Caring, creativity and connectedness in Tayside during Covid-19

Tayside Healthcare Arts Trust  (THAT) is a small charity with two key staff, that produces and promotes Art in Health activity across Dundee, Angus and Perth & Kinross. 75% of our time is focused on participatory creative engagement programmes for people recovering from and living with long term health conditions, stroke, Parkinson’s,  MS,  chronic pain, dementia and many others. We employ freelance artists across a wide range of disciplines from visual arts to creative writing, dance, singing and music making, photography and animation. We do not run a venue of any sort and work from a small office courtesy of NHS Tayside.  All our activity is delivered in partnership and as close to our participants as possible, either in inpatients, in community venues or in cultural centres.

Like most people we were not especially well organised for a national pandemic and lockdown. On Friday March 20th we bought two new laptops, downloaded some current files and tried to get ready for working from home on the Monday.

On March 23rd 2020 at the point of lockdown we should have had three artists working in inpatient Stroke Rehabilitation Units, and one in Palliative Day Care; singing coaches working with a community based stroke group and a community based MS Group; and our partnership programme with Dundee Contemporary Arts running Japanese Calligraphy and digital photography programmes. We also had a creative writing programme and a Samba Music programme due to commence within weeks.

All of these programmes had to be cancelled or postponed and agreement reached with our artists about outstanding contracts and payments. We then had to figure out what to do next! We had never run any online programmes before, always basing our work on person centred, face to face activity, mostly within peer support group scenarios.

Within a fortnight we had transferred two lead artists contracts to new Creative at a Distance online programmes, one using creative writing and the other photography.  For these first programmes we simply used an email exchange system. Eight weekly challenges were issued by the artists and participants’ submissions were emailed in return.  Artists provided supportive feedback and creative guidance. We shared work from both groups through a new Mailchimp email newsletter and also as weekly Facebook posts. This worked well and after their eight week run we secured additional funding to produce a limited edition Zine and we will now be holding an exhibition of the work and the Zine at Dundee Contemporary Arts in December.

These two programmes were a good start, but we know that a lot of our participants are not able to engage online in a significant way due to their personal circumstances or impairment level.  So, by June we commissioned another two programmes as doorstep deliveries with follow up telephone/video calls and additional doorstep visit support.  One a printmaking and the other a collage programme, both included a prepaid postal exchange element between participants, so everyone sent and received art works and messages to each other in the group.  Each programme also had a 4-page newsletter printed at the end of the programme featuring examples of everyone’s work, with participants receiving multiple copies to share with friends and family.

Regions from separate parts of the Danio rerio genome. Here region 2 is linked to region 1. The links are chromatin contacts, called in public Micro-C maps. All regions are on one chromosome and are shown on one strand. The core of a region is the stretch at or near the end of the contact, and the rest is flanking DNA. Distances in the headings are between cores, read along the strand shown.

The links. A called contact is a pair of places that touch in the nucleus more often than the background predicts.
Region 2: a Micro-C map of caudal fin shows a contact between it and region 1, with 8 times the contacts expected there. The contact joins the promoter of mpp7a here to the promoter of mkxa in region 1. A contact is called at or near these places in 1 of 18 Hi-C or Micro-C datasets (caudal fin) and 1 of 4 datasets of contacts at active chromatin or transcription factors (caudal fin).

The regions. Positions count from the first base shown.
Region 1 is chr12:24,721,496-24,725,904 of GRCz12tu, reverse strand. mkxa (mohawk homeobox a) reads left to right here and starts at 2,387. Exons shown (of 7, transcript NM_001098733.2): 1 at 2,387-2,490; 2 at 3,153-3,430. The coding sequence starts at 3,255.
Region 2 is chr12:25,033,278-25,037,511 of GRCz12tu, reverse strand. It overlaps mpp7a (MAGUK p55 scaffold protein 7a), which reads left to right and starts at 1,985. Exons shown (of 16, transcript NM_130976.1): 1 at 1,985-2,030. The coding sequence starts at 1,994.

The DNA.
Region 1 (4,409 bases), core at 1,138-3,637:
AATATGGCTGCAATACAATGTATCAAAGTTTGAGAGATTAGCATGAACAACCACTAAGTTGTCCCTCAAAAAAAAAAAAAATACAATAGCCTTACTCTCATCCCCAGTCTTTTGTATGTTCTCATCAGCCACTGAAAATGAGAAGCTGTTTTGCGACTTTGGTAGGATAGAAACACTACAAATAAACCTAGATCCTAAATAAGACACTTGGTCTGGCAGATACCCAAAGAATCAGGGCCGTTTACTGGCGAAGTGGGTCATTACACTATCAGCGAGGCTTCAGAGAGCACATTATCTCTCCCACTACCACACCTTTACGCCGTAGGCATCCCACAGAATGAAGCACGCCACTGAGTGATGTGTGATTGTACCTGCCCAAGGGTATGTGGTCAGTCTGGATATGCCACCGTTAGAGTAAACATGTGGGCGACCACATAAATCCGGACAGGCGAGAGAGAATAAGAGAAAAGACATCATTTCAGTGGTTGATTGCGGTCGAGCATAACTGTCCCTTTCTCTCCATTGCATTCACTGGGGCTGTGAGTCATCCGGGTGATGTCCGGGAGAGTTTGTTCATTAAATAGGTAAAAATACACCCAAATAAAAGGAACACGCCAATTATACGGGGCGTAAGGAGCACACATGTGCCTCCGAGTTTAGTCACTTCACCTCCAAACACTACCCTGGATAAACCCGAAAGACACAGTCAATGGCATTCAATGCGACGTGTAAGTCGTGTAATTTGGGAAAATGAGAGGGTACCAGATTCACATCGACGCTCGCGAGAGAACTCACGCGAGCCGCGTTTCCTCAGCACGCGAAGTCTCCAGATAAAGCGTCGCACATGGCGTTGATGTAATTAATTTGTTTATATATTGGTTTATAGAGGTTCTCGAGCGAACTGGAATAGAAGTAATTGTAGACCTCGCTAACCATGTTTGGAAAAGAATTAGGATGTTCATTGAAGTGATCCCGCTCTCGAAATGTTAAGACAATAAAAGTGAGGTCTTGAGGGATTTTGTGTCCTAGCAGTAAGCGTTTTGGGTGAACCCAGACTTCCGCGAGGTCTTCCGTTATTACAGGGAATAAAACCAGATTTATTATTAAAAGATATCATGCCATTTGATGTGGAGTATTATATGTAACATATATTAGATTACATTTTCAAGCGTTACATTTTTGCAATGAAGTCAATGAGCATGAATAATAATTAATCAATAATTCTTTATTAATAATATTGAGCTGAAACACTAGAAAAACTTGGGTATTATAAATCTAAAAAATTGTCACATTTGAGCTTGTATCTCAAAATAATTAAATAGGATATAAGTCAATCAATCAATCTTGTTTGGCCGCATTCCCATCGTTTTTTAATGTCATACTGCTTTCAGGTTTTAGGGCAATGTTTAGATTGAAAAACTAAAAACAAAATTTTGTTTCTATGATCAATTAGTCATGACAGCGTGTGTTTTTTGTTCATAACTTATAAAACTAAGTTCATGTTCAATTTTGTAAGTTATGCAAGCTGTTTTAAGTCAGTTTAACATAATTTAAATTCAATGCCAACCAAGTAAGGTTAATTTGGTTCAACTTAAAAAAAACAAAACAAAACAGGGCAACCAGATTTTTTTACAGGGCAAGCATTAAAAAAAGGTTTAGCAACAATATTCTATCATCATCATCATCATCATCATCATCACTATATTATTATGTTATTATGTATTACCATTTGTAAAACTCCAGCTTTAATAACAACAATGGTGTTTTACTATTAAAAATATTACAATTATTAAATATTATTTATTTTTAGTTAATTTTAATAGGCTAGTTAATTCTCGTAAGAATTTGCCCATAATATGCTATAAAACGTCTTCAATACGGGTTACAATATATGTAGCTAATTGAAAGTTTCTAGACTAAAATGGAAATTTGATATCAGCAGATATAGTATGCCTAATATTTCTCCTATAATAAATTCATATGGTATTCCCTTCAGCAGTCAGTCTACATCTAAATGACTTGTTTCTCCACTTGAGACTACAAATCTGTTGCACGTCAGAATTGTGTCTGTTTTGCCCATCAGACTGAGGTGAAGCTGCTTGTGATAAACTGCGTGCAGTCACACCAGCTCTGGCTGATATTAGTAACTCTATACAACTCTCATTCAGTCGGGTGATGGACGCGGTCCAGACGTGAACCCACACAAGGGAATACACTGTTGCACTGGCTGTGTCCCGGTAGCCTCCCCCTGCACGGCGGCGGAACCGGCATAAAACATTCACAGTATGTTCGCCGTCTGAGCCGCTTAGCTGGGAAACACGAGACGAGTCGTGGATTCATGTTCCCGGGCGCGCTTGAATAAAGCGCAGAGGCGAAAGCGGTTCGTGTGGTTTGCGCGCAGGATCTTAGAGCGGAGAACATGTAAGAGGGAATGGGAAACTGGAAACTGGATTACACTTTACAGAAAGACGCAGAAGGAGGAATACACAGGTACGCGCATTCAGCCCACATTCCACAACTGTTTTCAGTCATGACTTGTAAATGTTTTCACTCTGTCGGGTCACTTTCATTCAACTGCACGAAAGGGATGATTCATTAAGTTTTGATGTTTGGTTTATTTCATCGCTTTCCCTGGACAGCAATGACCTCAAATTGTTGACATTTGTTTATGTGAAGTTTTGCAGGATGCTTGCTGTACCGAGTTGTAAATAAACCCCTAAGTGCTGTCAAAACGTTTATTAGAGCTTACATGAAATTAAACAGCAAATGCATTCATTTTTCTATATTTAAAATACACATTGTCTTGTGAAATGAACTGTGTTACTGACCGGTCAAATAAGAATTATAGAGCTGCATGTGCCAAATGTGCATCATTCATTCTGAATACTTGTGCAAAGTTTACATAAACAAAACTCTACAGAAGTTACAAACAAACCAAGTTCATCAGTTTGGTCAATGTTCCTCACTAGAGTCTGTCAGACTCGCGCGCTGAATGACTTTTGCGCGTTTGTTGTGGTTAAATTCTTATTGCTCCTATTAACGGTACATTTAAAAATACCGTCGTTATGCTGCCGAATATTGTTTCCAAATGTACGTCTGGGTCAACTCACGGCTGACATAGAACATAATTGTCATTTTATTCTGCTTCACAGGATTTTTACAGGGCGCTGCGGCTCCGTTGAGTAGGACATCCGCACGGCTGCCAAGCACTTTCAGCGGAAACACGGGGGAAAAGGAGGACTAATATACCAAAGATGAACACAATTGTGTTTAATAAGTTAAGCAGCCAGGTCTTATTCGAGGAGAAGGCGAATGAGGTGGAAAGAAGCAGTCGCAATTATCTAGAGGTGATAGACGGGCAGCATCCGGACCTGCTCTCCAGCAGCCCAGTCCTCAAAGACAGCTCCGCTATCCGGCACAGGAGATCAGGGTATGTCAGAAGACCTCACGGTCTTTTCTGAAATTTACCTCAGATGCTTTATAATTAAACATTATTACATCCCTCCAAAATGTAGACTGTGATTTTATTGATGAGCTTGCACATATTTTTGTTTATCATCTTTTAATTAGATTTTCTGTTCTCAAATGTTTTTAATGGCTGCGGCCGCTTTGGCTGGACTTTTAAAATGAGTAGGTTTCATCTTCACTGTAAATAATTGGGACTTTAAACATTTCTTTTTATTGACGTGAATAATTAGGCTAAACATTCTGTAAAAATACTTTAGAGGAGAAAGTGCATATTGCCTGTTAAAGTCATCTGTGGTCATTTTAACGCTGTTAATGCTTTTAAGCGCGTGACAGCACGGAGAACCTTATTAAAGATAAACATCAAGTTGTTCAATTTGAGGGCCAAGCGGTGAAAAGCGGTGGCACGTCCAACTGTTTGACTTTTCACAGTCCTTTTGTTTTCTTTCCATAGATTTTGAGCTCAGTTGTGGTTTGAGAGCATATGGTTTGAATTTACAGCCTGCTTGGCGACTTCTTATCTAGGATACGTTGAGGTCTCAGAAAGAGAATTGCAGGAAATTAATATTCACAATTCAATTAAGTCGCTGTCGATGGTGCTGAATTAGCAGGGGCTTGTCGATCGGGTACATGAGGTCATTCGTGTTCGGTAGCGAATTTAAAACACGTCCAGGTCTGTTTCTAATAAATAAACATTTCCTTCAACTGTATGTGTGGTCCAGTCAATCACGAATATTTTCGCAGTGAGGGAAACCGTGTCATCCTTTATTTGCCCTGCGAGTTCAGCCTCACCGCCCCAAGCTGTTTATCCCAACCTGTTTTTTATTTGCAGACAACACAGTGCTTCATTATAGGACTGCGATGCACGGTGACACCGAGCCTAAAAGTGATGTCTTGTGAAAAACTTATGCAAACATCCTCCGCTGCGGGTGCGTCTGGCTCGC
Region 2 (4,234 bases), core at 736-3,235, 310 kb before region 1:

THAT had previously established a long term conditions choir called Vocal Chord, with Horsecross Arts who run Perth Concert Hall.  We transferred one of our singing coach contracts to run some experimental online Sing N Chat sessions on Zoom, working with members of Vocal Chord to see what we could achieve online.  We had to learn how to use the platform ourselves and be able to help our participants to learn to use it as well.  A short and successful six session experiment has now led to a much larger group of participants doing a fully structured programme, once again in partnership with Horsecross Arts.

It is clear that this situation is not going to be the short term affair that we probably all thought and that the adaptations and new models of working that we are developing are going to become a permanent part of our delivery portfolio.

We are ready to launch a new music composition programme with the Royal Scottish National Orchestra in November 2020, using Zoom and sound cloud with both physical instruments and download music apps. We are also working in partnership with The McManus Galleries to deliver a new online photography programme in the new year.  It will be directly associated with a major exhibition in the gallery, ‘A Love Letter To Dundee’ with photographs by Joseph McKenzie.

We are also planning to get back to face to face working and are using our close partnership with Dundee Contemporary Arts to begin small group working sessions under strict covid protection conditions. These will also start in November and will be evaluated with the intention of running a more extensive programme in the new year  (2021). We continue to evaluate everything we do but it is still too early for us to decide what the balance of our programming is likely to be in the future.  We have learnt that we are flexible and can provide local leadership in this area and still be providing the service that we are valued for.

This post is a transcript of Chris Kelly’s presentation at the Arts Culture Health and Wellbeing Scotland online event Caring, Creativity and Connectedness during Covid-19 held on 17th November 2020. Chris is Projects Coordinator at Tayside Healthcare Arts Trust.

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